Climate Governance Initiative Australia Newsletter January 2023

Thursday, 19 January 2023


    Our first newsletter of 2023 covers what directors need to know about ASIC’s recent crackdown on alleged greenwashing, the Government’s proposed Safeguard Mechanism reforms, and the outcomes of the UN’s Biodiversity Conference. We also summarise ACSI’s latest research on investor expectations for a just transition.

    Last year’s election saw the Labor party form government, bringing a significant shift in Australia’s climate policy outlook. 2023 will be an important year for action, with mandatory climate reporting to be introduced for large Australian institutions, the International Sustainability Standards Board’s reporting standards set to be finalised, and the roll-out of additional policy settings designed to meet Australia’s 2030 and 2050 emissions reductions targets. Boards will need to be agile to adapt to this rapidly shifting policy environment, the ongoing energy transition and increased frequency of extreme weather events. At the same time, directors should be thinking about how their organisations can embrace the opportunities presented by the transition to net-zero.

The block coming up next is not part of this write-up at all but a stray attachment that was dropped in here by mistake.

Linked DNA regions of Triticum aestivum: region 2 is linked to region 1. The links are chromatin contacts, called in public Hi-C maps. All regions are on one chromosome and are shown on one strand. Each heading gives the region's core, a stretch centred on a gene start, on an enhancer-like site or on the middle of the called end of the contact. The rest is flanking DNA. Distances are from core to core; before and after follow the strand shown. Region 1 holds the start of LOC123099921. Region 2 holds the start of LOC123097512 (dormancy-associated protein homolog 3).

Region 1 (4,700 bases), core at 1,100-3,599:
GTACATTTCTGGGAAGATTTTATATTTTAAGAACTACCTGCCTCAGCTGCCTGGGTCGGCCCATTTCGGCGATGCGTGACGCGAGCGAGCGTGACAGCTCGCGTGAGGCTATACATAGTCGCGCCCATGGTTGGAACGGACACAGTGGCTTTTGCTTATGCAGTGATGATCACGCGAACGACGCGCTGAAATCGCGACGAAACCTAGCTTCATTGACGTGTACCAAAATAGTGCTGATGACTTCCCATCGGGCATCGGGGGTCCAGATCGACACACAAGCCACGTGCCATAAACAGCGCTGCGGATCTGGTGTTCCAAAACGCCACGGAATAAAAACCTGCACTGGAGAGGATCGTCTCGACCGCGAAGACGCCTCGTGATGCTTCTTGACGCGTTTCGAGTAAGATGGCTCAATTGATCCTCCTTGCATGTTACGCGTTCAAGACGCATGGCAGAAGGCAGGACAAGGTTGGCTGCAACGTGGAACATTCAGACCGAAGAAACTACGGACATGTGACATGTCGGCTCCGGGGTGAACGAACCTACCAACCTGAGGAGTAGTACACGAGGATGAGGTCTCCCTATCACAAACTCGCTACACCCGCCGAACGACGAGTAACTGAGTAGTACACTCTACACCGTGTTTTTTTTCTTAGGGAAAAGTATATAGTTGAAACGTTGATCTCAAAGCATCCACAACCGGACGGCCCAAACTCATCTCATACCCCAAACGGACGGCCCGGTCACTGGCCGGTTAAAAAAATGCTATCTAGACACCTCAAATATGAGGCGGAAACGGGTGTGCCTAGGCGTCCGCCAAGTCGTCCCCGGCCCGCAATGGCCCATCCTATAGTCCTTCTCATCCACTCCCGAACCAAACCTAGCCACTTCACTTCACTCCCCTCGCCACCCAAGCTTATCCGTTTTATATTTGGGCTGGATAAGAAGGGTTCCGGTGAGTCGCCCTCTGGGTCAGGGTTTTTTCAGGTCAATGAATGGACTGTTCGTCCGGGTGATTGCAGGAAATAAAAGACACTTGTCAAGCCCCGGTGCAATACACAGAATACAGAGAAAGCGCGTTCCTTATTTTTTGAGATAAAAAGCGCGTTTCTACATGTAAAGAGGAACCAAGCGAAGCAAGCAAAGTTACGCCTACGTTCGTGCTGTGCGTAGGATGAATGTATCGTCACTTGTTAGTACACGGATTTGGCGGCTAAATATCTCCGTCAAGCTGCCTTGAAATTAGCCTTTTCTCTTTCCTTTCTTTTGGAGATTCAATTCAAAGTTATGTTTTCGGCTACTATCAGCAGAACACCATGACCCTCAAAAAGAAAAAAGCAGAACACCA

Our first newsletter of 2023 covers what directors need to know about ASIC’s recent crackdown on alleged greenwashing, the Government’s proposed Safeguard Mechanism reforms, and the outcomes of the UN’s Biodiversity Conference. We also summarise ACSI’s latest research on investor expectations for a just transition.

    ASIC crackdown on alleged greenwashing

    Over recent months, ASIC has issued infringement notices against four separate entities in relation to alleged greenwashing, demonstrating the regulator’s heightened enforcement focus. The most recent case took place on 5 January 2023, when ASIC announced that it had taken action against listed energy company Black Mountain Energy Limited (BME). BME has paid $39,960 to comply with three infringement notices in relation to concerns about alleged false or misleading sustainability-related statements made to the ASX.

    BME claimed it was creating a natural gas development project with ‘net-zero carbon emissions’, and the greenhouse gas emissions associated with the project would be net zero. ASIC was concerned that BME either did not have a reasonable basis to make the representations, or that the representations were factually incorrect.

    ASIC Deputy Chair Sarah Court said, ‘ASIC will continue to closely monitor sustainability claims and take action where we consider representations cannot be substantiated or are factually incorrect.’

    Since the end of October 2022, ASIC has issued infringement notices responding to alleged greenwashing against Tlou Energy Limited, Vanguard Investments Australia and Diversa Trustees Limited.